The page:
Orthorexia has caused mild controversy (in my opinion, at least) as it is not a medically recognised classification and diagnosis. However, when Knight & Bratman’s book is read (Health Food Junkies), it certainly begins to resonate with experiences I have of meeting and working with certain people who have food issues.
In Orthorexia the focus is truly on food quality rather than quantity consumed, avoided or eliminated. it is characterised by somebody’s obsession (and this is the important element, here, the behaviour is obsessive as opposed to being a simple concern or love of healthy eating) with the value of the food they ingest. Alleged Orthorexics would have overriding preoccupations with the nutritional value of their food and the way it is prepared. This can extend to the way it is prepared and its provenance.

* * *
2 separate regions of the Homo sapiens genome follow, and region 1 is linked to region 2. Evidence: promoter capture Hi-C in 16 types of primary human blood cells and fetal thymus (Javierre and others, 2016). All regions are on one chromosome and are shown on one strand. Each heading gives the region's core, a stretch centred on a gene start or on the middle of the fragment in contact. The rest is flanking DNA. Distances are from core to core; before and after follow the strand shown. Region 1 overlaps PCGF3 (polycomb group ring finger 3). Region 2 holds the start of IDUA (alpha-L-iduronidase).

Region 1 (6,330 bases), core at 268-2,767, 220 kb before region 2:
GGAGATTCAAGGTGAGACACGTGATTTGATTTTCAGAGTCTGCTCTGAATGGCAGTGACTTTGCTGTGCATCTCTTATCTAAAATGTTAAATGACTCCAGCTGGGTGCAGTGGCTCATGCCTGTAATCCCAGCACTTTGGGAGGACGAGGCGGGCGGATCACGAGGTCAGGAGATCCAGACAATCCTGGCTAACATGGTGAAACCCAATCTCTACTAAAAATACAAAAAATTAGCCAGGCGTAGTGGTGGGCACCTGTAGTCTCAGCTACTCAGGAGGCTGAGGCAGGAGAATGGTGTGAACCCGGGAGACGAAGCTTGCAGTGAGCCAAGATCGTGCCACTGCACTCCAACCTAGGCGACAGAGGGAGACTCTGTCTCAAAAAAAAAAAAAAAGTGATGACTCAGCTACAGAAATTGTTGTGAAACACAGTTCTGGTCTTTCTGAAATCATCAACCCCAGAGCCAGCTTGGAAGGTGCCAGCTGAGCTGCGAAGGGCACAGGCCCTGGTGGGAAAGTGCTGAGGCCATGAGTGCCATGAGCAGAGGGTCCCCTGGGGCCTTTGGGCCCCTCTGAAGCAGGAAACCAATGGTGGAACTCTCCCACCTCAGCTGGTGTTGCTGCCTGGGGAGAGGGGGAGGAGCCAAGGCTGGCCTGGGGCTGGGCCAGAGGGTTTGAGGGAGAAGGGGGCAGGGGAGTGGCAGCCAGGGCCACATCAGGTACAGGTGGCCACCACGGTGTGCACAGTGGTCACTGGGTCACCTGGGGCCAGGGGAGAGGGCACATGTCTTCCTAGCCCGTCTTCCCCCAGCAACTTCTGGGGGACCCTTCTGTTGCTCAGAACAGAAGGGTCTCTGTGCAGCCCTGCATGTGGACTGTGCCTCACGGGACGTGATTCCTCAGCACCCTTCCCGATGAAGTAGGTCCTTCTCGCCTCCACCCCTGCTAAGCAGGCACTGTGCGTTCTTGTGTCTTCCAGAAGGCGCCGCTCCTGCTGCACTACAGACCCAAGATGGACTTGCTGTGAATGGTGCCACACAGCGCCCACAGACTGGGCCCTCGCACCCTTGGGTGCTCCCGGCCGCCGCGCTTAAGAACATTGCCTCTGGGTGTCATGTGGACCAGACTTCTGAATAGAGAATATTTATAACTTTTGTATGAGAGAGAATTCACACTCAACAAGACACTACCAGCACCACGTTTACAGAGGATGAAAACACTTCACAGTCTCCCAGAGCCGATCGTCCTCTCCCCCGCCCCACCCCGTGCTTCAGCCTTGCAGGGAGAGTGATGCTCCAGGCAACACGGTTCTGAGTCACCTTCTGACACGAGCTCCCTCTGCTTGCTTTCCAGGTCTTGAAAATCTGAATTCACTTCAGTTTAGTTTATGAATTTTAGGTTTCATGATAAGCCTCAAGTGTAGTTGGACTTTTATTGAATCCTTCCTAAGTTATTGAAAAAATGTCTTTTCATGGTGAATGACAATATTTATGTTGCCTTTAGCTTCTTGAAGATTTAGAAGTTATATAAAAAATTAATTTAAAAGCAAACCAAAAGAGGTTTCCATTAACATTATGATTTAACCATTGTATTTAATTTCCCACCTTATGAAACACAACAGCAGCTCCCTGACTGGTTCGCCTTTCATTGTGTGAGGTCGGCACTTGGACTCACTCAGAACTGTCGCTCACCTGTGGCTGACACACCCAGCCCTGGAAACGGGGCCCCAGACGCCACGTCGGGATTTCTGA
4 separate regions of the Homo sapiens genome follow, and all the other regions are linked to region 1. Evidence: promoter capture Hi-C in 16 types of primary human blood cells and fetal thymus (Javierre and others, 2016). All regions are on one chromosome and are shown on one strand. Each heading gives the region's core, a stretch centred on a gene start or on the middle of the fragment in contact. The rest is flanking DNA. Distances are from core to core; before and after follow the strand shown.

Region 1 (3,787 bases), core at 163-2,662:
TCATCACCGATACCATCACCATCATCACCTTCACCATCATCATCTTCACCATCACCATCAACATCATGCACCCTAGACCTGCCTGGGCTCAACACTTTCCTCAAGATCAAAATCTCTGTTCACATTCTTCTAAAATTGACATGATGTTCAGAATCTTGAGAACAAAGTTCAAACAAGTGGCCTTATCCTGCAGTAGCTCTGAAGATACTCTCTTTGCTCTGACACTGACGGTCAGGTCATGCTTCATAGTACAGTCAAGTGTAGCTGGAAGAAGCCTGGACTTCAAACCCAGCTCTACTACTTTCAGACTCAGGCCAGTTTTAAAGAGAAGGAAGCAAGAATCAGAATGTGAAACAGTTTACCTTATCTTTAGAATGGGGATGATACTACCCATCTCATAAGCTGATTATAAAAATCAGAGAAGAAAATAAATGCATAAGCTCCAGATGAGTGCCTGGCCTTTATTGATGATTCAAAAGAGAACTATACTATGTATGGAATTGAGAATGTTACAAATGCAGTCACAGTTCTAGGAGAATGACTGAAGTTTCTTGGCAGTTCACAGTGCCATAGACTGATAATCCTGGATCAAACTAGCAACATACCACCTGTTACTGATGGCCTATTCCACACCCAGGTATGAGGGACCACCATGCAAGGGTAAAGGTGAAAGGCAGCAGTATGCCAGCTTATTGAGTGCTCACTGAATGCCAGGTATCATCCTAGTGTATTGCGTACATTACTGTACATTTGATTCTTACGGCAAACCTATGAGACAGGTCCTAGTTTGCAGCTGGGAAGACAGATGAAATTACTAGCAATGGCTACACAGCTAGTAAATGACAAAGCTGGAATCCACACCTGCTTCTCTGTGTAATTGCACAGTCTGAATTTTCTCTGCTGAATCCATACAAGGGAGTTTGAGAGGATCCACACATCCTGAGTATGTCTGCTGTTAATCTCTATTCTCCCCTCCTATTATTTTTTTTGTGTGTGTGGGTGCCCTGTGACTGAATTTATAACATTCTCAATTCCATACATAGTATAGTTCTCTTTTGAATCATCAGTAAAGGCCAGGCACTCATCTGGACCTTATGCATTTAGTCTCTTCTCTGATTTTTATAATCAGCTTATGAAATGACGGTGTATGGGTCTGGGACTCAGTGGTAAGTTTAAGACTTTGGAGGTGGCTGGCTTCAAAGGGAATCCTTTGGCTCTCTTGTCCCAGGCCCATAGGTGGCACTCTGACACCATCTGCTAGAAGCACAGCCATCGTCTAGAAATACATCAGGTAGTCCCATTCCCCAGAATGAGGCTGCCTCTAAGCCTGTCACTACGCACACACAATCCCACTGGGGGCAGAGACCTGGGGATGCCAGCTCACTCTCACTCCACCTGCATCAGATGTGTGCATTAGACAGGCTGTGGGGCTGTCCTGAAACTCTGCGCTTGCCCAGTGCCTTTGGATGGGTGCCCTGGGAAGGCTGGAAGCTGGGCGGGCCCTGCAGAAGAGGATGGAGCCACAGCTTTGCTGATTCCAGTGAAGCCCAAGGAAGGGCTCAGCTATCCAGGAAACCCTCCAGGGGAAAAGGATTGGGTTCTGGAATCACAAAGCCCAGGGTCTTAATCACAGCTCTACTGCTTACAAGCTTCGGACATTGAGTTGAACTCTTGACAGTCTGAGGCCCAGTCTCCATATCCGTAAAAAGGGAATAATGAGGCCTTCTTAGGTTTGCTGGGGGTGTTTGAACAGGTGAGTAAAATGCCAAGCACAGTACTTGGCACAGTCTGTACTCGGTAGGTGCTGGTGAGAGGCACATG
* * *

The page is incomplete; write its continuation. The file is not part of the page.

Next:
Reactions to have the ‘wrong’ food can be extremely severe (a rudimentary, though useful, example might someone who would rather not eat at all than eat something they perceived to not be healthful). What constitutes healthy, permitted food can vary between people experiencing the obsession. It’s suggested that often the obsession can truly dominate someone’s life (a potentially significant problem when many family and friend bonds are formed over or around eating together).
Over to you, then: what do you think of Bratman’s theory? Should Orthorexia be given full recognition as an accepted definition of an eating disorder or related behaviours? Do you know anyone who this might apply to?
- Bratman, S. & Knight, D. (2004) Health Food Junkies: The Rise of Orthorexia Nervosa – The Health Food Eating Disorder. London: Random House Inc.
- Vandereycken, W. (2011). Media hype, diagnostic fad or genuine disorder? Professionals’ opinions about night eating syndrome, orthorexia, muscle dysmorphia, and emetophobia. Eating Disorders, 19(2), 145-155.
(Originally published in 2012)